Researchers are working ways to create displays that light up to signal the health of the wearer. Photo: University of Tokyo
Scientists say they have developed ultra-thin electronic "skin" that can measure oxygen levels when stuck to the body.
The goal is to develop such "skin" to monitor oxygen levels in organs during surgery, say researchers in Japan.
Tests on volunteers found the "skin" provided stable measurements of oxygen concentration in blood.
The device contains micro-electronic components that light up in red, blue and green on the surface of the body.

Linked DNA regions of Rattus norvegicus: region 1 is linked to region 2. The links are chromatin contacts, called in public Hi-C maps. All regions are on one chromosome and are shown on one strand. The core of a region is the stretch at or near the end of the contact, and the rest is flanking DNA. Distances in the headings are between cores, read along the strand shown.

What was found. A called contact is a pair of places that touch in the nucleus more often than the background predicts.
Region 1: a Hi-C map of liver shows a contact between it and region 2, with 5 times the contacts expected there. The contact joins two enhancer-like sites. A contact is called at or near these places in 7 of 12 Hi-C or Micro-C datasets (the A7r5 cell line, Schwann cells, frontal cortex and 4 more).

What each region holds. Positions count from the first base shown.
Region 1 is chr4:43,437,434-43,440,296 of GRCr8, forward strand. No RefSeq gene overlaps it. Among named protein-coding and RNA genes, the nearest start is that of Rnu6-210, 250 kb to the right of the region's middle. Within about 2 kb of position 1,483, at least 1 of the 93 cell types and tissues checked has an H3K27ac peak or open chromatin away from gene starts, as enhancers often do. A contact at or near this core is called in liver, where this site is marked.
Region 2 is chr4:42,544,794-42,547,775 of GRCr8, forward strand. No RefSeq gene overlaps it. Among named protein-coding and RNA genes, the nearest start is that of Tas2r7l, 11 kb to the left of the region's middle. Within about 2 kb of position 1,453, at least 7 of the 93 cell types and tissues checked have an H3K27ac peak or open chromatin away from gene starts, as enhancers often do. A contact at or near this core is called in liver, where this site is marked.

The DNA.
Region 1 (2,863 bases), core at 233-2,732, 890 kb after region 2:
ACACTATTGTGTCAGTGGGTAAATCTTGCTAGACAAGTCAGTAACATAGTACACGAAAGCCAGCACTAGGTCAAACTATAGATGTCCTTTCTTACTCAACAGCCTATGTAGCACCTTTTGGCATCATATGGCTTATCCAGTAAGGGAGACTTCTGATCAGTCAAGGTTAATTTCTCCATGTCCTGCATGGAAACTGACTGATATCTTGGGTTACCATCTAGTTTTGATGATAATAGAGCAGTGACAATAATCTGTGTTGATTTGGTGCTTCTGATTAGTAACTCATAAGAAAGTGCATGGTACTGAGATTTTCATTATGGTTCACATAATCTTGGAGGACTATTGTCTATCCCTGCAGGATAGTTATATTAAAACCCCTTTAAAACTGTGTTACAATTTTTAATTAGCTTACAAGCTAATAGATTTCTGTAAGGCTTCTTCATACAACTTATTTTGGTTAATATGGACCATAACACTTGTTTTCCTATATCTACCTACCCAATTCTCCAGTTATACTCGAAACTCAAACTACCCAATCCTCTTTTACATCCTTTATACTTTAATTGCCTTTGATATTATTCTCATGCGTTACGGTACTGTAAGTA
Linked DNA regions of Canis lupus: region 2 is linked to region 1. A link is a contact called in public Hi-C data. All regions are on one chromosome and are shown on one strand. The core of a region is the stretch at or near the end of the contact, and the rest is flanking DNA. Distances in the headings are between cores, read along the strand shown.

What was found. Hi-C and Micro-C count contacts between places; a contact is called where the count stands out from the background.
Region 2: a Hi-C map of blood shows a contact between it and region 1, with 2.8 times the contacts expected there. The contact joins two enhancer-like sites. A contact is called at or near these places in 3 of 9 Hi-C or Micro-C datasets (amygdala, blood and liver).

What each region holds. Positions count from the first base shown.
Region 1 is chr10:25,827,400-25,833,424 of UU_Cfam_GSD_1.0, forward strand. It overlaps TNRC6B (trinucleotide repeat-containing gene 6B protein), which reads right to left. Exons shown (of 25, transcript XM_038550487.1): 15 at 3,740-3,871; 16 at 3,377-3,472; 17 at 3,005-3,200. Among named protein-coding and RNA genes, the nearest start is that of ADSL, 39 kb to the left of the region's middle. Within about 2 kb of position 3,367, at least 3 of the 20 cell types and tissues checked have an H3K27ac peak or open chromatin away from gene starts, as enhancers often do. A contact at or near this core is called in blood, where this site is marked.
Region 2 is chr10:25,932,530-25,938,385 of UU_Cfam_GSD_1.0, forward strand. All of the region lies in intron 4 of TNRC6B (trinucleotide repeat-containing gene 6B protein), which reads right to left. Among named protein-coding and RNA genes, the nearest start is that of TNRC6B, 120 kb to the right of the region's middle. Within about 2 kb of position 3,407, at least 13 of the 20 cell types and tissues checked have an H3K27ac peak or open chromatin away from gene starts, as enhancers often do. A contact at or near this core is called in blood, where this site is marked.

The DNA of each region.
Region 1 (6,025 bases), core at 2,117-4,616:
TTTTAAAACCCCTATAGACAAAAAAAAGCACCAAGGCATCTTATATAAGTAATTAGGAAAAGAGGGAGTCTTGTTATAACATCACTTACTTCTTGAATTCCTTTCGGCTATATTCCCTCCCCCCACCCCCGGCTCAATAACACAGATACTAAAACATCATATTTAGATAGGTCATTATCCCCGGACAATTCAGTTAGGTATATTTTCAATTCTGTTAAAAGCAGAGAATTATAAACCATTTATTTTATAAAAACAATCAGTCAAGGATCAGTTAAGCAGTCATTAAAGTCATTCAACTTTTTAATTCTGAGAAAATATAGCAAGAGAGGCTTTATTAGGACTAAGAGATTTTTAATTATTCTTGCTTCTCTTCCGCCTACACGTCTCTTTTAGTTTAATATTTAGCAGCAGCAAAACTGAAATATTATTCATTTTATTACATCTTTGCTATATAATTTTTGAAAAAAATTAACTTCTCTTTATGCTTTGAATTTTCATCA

Scientists at the University of Tokyo are working on ways to display numbers and letters on the skin for health monitoring purposes.
Wearable electronics are a future growth area in research, with interest in medical applications such as contact lenses that monitor glucose levels, or smart glasses.
The latest findings are revealed in Science Advances.
"The device unobtrusively measures the oxygen concentration of blood when laminated on a finger," said lead researcher Tomoyuki Yokota and colleagues.
He added: "Ultimately, flexible organic optical sensors may be directly laminated on organs to monitor the blood oxygen level during and after surgery."
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